For the purposes of this debate I would like to restrict the definition of Gundam and Transformers to relate to the only the animation, manga, comics, and exclude the live actor imaginings like the Transformers movies, and G-Savior. One could have an entire debate on either of those, and I feel my opponent wants to focus on the Animated material. I also don't want to subject myself to them again anytime soon.
A word of warning. I will have lots of spoilers for both Gundam and Transformers. If you're not familiar, or are in the middle of the series take this as your warning.
My opponents charge against Transformers as, I'll say, "genetics" as destiny has to make me doubt his knowledge of Gundam, and of Transformers. As a long term fan of both it pains me to see much of what has been presented.
In Gundam 0079, the original, what sets Amuro, the protagonists, Char, the antagonist, and Lalah, the love interest of both, apart from the rest of humanity is that they are Newtypes. Newtypes, or ESPers, are described in 0079 as a new form of evolved humans resulting from adapting to space. In Gundam SEED this is changed from a natural process to an artificial Eugenics process, and the series is mostly about the conflict between natural humans, and genetically enhanced humans. In SEED even the main protagonist is a genetically engineered child, but was one of the last born naturally before they did away with women, and used artificial wombs. In most Gundam series there is at least one faction which is modeled after Nazi Germany, and taken to horrific extremes so the audience knows who the bad guys are. It is, by far, the most clear cut definition of evil in modern times to have your villains modeled after Nazi's.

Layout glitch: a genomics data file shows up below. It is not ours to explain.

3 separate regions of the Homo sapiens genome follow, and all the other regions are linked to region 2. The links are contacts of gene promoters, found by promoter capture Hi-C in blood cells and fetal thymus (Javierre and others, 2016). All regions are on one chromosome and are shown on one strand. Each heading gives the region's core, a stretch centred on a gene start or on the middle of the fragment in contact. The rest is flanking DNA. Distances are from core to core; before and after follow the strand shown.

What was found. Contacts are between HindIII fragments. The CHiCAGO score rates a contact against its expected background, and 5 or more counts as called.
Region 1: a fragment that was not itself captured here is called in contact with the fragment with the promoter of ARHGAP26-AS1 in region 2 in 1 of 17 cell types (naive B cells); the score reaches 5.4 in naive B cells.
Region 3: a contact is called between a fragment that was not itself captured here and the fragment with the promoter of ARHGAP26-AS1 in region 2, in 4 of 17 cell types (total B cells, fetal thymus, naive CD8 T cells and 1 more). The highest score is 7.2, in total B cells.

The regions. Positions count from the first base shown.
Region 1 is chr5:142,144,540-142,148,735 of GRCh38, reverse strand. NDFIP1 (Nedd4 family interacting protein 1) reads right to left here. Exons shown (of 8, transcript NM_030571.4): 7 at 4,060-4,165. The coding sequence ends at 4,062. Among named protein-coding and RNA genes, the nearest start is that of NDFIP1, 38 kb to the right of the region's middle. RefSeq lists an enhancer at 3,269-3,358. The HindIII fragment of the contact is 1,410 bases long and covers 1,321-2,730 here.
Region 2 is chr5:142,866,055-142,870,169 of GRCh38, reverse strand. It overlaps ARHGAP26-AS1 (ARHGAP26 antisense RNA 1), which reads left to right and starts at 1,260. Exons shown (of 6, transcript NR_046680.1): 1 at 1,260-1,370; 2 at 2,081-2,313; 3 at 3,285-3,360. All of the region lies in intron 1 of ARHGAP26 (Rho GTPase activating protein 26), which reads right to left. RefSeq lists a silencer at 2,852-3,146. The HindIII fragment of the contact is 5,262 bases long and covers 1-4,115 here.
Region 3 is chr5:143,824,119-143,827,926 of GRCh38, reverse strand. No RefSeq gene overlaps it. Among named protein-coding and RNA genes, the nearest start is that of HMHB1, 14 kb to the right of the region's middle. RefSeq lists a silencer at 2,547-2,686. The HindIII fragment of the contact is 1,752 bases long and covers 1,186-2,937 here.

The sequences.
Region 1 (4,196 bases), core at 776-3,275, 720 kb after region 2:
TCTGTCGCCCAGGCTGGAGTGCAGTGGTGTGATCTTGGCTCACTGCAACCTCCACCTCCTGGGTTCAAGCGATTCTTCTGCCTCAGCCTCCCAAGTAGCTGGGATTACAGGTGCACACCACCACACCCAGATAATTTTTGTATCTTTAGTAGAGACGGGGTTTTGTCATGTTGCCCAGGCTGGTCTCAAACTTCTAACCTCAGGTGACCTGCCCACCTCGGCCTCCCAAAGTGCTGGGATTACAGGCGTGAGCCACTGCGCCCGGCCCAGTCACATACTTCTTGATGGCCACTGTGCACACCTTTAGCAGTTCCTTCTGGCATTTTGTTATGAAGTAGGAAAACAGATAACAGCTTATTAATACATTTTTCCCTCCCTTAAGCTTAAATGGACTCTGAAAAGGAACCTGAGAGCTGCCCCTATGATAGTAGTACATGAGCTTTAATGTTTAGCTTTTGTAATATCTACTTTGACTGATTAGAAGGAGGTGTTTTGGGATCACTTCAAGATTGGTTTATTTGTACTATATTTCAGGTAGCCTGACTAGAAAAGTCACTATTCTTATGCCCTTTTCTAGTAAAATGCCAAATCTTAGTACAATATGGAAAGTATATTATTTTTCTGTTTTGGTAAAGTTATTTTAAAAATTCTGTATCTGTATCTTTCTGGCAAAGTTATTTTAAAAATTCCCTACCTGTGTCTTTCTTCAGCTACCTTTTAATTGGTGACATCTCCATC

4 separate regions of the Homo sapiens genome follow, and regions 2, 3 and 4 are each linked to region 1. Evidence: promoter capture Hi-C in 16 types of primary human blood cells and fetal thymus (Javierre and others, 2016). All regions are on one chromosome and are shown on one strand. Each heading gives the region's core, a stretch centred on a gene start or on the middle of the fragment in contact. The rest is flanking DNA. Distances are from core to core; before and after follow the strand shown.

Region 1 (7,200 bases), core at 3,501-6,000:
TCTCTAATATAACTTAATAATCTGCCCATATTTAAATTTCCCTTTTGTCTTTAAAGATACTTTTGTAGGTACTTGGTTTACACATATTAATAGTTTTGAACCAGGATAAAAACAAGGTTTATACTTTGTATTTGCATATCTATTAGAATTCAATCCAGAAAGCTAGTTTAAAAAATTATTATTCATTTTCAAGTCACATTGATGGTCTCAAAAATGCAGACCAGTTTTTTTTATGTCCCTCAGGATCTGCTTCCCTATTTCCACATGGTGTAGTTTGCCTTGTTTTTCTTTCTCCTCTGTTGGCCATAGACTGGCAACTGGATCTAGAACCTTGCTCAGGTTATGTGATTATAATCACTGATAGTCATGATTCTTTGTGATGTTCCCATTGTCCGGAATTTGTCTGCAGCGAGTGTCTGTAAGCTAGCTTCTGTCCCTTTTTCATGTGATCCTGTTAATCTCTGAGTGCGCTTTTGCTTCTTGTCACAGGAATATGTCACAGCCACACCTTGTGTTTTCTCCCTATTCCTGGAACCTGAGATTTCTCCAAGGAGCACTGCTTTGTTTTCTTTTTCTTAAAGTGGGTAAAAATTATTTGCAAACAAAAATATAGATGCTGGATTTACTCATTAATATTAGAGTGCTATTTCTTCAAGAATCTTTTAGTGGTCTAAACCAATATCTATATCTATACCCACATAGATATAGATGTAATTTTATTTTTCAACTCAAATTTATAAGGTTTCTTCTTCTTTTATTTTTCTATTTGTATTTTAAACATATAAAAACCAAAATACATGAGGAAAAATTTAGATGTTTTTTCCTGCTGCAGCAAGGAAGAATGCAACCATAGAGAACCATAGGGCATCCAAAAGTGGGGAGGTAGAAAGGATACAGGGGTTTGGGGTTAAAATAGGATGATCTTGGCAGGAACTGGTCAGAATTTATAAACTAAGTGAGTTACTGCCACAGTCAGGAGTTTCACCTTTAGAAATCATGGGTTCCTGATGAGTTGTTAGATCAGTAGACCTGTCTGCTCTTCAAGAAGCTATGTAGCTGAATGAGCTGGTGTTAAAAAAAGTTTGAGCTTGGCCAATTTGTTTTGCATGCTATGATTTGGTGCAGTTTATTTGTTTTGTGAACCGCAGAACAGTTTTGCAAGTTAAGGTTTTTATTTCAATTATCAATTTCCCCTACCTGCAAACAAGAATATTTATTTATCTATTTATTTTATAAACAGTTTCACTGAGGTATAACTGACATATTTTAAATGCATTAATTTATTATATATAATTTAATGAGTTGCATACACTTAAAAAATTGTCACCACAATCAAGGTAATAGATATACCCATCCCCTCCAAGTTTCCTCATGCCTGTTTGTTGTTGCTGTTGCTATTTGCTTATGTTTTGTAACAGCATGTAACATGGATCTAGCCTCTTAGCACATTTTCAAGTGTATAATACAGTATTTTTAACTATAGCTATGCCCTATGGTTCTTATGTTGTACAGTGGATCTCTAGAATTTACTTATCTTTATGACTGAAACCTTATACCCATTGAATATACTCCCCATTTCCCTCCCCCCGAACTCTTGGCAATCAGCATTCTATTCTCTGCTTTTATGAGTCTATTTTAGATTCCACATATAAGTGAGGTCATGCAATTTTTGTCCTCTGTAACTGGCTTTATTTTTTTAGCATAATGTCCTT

Even in Gundam 00 there is an Earth faction made to look like their frequently used stereotype, the Principality of Zeon in 0079, and called The Human Reform League in 00. However, the real villains are a secret group of genetically engineered Super Nazi's called Innovators. One of these Innovators is even on the good side to emphasis that without these Nietzschean Supermen they couldn't win. I don't really see a big difference between a Giant Robot looking down patronising humans, and genetically engineered supermen doing much of the same. At least the robot is justified in its concern it might step on me.